If you’ve been to a news outlet this week, there was one story that likely stood out between the crime and politics: April the Giraffe.
April is a 15-year-old Giraffe at the Animal Adventure Park in Hapursville, New York. Days ago, the park put up a live stream of April so viewers can see the birth of her fourth calf. The popularity, aided by a brief takedown of the video by Youtube, is astounding.
Just googling the word “april” leads to these results on the first page.
At any given point, tens of thousands of people are watching the live stream hoping to get a glimpse of a baby giraffe coming into the world.
This is a pet-focused blog but I’ve never seen this kind of response about a dog or cat giving birth (then again, I don’t know that that’s ever been live streamed but there are plenty of videos out there). What makes people so fascinated?
I don’t know the reason, but I do know that last fall giraffes became a threatened species, with their population dropping from near 160,000 in 1985 to 97,500 in recent years. Some have referred to this as a “silent extinction” since even those fighting for endangered species don’t realize giraffes are at risk.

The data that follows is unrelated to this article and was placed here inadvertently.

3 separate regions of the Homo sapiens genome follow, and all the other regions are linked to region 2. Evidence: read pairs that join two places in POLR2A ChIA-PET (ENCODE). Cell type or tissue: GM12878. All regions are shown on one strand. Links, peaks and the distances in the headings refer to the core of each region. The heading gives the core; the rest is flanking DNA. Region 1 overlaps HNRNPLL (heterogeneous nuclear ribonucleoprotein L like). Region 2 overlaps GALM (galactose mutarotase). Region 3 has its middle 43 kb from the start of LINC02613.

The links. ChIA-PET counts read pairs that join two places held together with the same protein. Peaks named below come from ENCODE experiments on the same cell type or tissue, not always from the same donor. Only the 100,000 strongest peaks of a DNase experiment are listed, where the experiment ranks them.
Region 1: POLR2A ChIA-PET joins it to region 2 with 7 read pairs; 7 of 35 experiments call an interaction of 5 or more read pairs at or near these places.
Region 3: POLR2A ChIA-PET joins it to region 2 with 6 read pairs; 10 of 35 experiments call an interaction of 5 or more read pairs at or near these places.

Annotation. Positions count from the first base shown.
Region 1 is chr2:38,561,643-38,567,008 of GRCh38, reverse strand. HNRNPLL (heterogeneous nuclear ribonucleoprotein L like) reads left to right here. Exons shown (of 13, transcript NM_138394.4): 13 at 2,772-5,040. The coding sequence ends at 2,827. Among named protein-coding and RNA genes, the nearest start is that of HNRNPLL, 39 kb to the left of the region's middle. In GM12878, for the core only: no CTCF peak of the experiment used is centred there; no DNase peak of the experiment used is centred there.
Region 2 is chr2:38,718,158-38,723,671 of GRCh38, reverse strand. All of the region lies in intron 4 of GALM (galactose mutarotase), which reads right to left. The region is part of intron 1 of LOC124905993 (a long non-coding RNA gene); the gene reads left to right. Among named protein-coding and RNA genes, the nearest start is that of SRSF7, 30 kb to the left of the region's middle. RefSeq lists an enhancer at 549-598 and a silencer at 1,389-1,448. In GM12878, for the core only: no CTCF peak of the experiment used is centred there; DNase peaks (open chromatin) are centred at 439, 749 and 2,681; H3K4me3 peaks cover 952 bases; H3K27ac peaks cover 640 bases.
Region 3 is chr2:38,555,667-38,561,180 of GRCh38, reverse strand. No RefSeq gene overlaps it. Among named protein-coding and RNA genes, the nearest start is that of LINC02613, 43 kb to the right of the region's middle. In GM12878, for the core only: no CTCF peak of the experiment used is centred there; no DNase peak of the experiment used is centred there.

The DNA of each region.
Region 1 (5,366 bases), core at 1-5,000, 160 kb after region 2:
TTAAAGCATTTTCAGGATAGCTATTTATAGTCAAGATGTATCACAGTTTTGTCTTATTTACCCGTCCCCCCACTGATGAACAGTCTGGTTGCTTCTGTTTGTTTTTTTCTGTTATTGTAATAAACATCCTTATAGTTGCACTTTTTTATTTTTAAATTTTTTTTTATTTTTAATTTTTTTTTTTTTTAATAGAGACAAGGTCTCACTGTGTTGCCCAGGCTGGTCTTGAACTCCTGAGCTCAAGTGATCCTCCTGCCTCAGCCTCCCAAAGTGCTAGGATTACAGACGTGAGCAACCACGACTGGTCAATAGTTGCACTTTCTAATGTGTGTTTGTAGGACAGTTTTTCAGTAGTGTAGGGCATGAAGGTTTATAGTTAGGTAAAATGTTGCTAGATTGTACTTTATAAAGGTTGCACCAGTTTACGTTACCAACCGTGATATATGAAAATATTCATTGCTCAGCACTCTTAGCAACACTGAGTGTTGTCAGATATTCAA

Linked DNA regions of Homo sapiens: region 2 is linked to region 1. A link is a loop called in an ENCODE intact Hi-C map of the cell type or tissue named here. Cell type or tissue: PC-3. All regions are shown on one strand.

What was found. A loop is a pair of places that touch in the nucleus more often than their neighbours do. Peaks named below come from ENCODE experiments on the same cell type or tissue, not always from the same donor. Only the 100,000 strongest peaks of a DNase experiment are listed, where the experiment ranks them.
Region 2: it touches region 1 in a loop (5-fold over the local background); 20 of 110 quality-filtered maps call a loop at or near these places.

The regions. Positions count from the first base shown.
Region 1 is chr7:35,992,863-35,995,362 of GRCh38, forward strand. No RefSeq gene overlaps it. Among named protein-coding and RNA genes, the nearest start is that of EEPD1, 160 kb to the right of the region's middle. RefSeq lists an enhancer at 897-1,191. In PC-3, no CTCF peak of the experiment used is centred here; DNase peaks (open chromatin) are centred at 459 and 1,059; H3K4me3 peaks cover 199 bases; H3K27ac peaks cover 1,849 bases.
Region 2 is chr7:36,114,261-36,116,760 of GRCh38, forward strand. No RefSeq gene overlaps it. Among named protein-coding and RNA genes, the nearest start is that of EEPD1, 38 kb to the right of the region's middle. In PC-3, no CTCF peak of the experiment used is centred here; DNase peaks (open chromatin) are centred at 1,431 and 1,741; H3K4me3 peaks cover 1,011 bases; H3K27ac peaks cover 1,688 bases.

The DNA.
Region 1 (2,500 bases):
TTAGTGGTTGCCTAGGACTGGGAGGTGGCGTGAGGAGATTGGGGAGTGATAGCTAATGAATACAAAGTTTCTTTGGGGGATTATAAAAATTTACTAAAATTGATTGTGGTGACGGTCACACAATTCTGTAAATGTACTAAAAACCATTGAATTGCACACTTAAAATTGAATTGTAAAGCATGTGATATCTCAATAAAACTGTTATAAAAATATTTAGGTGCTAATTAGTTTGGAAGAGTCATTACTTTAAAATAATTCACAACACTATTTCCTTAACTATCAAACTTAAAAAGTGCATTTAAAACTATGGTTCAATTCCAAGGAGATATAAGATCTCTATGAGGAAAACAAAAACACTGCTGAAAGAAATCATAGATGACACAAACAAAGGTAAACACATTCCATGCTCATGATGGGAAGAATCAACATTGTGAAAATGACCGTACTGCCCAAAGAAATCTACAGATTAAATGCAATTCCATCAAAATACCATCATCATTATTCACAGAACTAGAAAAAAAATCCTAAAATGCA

As numbers continue to decline, it’s possible that April will not be an exception by having her calf in captivity. Even before giraffes got their vulnerable status, only 25% of calves lived to see adulthood. This is because they do not have much energy and are a much smaller target for predators.
Giraffes mate in conditions that are least stressful, normally when resources are easily accessible. One of the reasons population is going down is the lack of resources caused by encroachment from other towns and poaching.
Basically, towns are limited the resources so the adults are uncomfortable reproducing, and then food-insecure individuals are hunting them for food.
So, captivity breeding is the way to go? Well…
Giraffes raised in captivity do not develop the appropriate instincts for life in the wild (fearing predators, using their tongue to reach for food, etc.). This makes them vulnerable to any other environment.
So, giraffes may only be in captivity and not in the wild. (Either that or we may need to start worrying about stray giraffes roaming the streets.)
The best thing this fascination with April can do is get people interested. If someone searches for more information on giraffes, perhaps they’ll run into these same facts.
If species population does not increase, we may need to find something else to teach our kids the letter “g.”